There was, however, one line that could be developed into its own story:

The chapel’s young professionals brag about marrying later than their Utah cohorts and being more independent, but also worry about being co-opted by Washington’s ambitious, individualistic culture.

That is an interesting potential phenomenon. It reminds me of incidence of infertility in the Jewish community that are tied to Jews staying in school longer and starting families later. (Here’s one source on that.) Bearing children, like marriage for Mormons, is a religious must. So how does one balance ambition and religious obligation? And how much more difficult is it for more career-focused Mormons?

Overall, though, this is a great story and one that doesn’t scrimp on newshole. It’s worth reading the whole thing.

IMAGE: Via Weddings-Paradise.com

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Elizabeth Smart’s ‘street preacher’ abductor

The 9-year story of Elizabeth Smart’s abduction appeared to come to a close this week as her captor was sentenced to life in prison. Smart, now 23, was 14 when she was kidnapped from her bedroom in her family’s home almost a decade ago.

“I also want you to know that I have a wonderful life now, that no matter what you do you will never affect me again,” Smart told Mitchell during the trial. “You took away nine months of my life that can never be replaced. “In this life or the next, you will be held responsible for your actions and I hope you’re ready for that when the time comes.”

Reporters uncovered several religion angles over the years, from her abductor’s self-appointment as prophet, his hymn singing in the trial to Smart’s faith and her recent Mormon mission.

The Associated Press report on the sentence briefly touches on the religion angles but fails to explain them. Sure, this is a basic courts story where reporters don’t need to go in depth into the already uncovered religion angles, but the story uses religion as a hook without giving the reader just a few details to fill them in.

The AP’s headline, for instance, says “Former street preacher gets life in Smart case.” The story never explains Brian David Mitchell’s former street preaching life or how he used religion in the trial. The story does touch on faith briefly, mentioning the hymns he would sing during the trial to disrupt the trial.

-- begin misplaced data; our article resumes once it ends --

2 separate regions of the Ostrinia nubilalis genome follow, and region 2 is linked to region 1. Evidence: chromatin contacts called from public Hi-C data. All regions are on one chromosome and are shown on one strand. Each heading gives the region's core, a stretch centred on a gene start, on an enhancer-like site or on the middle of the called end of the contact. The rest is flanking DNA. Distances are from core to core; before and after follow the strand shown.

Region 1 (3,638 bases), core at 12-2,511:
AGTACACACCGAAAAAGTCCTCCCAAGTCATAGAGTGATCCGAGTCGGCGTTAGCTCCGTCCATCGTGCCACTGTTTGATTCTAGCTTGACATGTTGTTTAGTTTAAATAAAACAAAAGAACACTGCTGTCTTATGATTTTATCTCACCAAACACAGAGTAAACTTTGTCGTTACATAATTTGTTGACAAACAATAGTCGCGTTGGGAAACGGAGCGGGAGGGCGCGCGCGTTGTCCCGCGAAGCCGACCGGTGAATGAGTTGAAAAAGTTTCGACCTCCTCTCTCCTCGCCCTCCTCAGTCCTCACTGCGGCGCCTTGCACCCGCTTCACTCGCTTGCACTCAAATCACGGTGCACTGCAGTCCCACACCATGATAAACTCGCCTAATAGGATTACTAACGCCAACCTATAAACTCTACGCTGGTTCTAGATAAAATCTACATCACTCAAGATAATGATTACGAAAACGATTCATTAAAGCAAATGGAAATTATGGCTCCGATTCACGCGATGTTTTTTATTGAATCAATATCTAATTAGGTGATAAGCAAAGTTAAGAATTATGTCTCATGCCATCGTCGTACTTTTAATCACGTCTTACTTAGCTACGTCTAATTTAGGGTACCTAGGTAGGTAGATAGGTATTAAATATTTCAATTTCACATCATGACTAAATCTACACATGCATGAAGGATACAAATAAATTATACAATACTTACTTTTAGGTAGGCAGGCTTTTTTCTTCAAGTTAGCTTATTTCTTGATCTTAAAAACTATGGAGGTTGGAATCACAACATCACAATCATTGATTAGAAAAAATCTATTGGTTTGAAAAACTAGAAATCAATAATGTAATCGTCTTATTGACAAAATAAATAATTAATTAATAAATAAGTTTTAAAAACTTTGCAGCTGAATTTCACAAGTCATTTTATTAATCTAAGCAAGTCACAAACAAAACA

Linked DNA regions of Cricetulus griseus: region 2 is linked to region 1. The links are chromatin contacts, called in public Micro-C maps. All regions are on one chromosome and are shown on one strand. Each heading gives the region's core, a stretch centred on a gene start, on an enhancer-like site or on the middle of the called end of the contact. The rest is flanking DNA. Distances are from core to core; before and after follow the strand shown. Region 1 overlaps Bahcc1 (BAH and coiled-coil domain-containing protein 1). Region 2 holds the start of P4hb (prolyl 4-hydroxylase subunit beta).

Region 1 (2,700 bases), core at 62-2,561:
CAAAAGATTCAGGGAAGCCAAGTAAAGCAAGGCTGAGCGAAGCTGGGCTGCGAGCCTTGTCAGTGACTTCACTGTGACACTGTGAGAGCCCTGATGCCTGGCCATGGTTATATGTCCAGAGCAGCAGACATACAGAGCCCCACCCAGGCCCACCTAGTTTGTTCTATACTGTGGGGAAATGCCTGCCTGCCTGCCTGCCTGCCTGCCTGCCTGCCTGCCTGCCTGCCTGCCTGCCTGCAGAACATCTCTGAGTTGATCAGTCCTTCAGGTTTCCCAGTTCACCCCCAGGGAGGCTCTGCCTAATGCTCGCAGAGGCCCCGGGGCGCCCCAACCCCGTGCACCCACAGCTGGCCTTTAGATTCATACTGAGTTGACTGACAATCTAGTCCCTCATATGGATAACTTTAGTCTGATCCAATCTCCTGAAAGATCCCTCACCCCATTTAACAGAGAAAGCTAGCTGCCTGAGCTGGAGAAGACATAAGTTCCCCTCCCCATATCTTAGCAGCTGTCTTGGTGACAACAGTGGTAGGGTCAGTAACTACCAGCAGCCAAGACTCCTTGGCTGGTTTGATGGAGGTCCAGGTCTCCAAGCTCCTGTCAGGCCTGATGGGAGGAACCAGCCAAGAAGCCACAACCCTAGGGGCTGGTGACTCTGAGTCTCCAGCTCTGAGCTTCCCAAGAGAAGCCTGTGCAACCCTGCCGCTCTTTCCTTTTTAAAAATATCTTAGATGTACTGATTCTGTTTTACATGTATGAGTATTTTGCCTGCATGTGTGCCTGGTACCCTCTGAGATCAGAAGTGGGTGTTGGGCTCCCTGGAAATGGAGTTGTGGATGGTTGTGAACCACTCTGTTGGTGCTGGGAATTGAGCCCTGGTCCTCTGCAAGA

On Wednesday, her father spoke to the man who kidnapped his daughter
“Exploitation of religion is not a defense,” Ed Smart said. “You put Elizabeth through nine months of psychological hell.”

The facts of the case have never been in dispute, but defense attorneys have said Mitchell’s actions were tainted by mental illness and long-held delusional beliefs that he had been commanded by God to fulfill important prophecies.

Smart, who described her captor as vulgar and self-serving, testified that she believed Mitchell was driven by his desire for sex, drugs and alcohol, not by any sincere religious beliefs.

“Nine months of living with him and seeing him proclaim that he was God’s servant and called to do God’s work and everything he did to me and my family is something that I know that God would not tell somebody to do,” Smart said during the trial.

After that final quote from Smart in the paragraph above, it’s odd that the story doesn’t mention Smart’s faith or that she just returned from a mission.

Reuters does a slightly better job of connecting the dots between Smart’s father’s comments about exploiting religion and how Mitchell said God delivered Smart to him.

Those remarks were a reference to a contention by defense attorneys during the trial that Mitchell believed he was acting under a commandment from God when he kidnapped Smart from her Salt Lake City home, and should be found not guilty by reason of insanity.

“Regardless of what your defense has proposed, you put Elizabeth through nine months of psychological hell,” Ed Smart said. “I hope at some time in your life you find what you have done is wrong.”

The embedded video of the press conference demonstrates a somewhat awkward exchanged with the reporters who were trying to get an emotional reaction out of Smart. Smart comes off poised and prepared, not giving tearful or triumphant responses, probably not what reporters wanted.

In the few minutes I watched, I noticed that none of the reporters brought up her faith. Perhaps her emotions would remain the same, but it would be interesting to see if she offered a more spontaneous reaction. Then again, she offers similar seemingly-prepared responses in an interview with the Salt Lake Tribune about her mission.

Few stories mentioned Smart’s faith, and although the mention wasn’t necessary, it definitely seems to be a big part of the BYU senior’s life. These stories are the conclusion to a long court case, and court reports don’t often go into every single detail. Still, you would think reporters might include a little more explanation of the religion angles if they mention them in passing.

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Losing Huntsman’s religion?

Remember when people used to take a break between campaigns? There would be an election and then some time off before the next campaign? What happened to that? I miss that. I hope it’s just because I live in Washington, D.C., but it’s hard to get a break from politics. So it’s with a bit of dread that I highlight some of the early religion coverage of the 2012 crop of GOP nominee wannabes.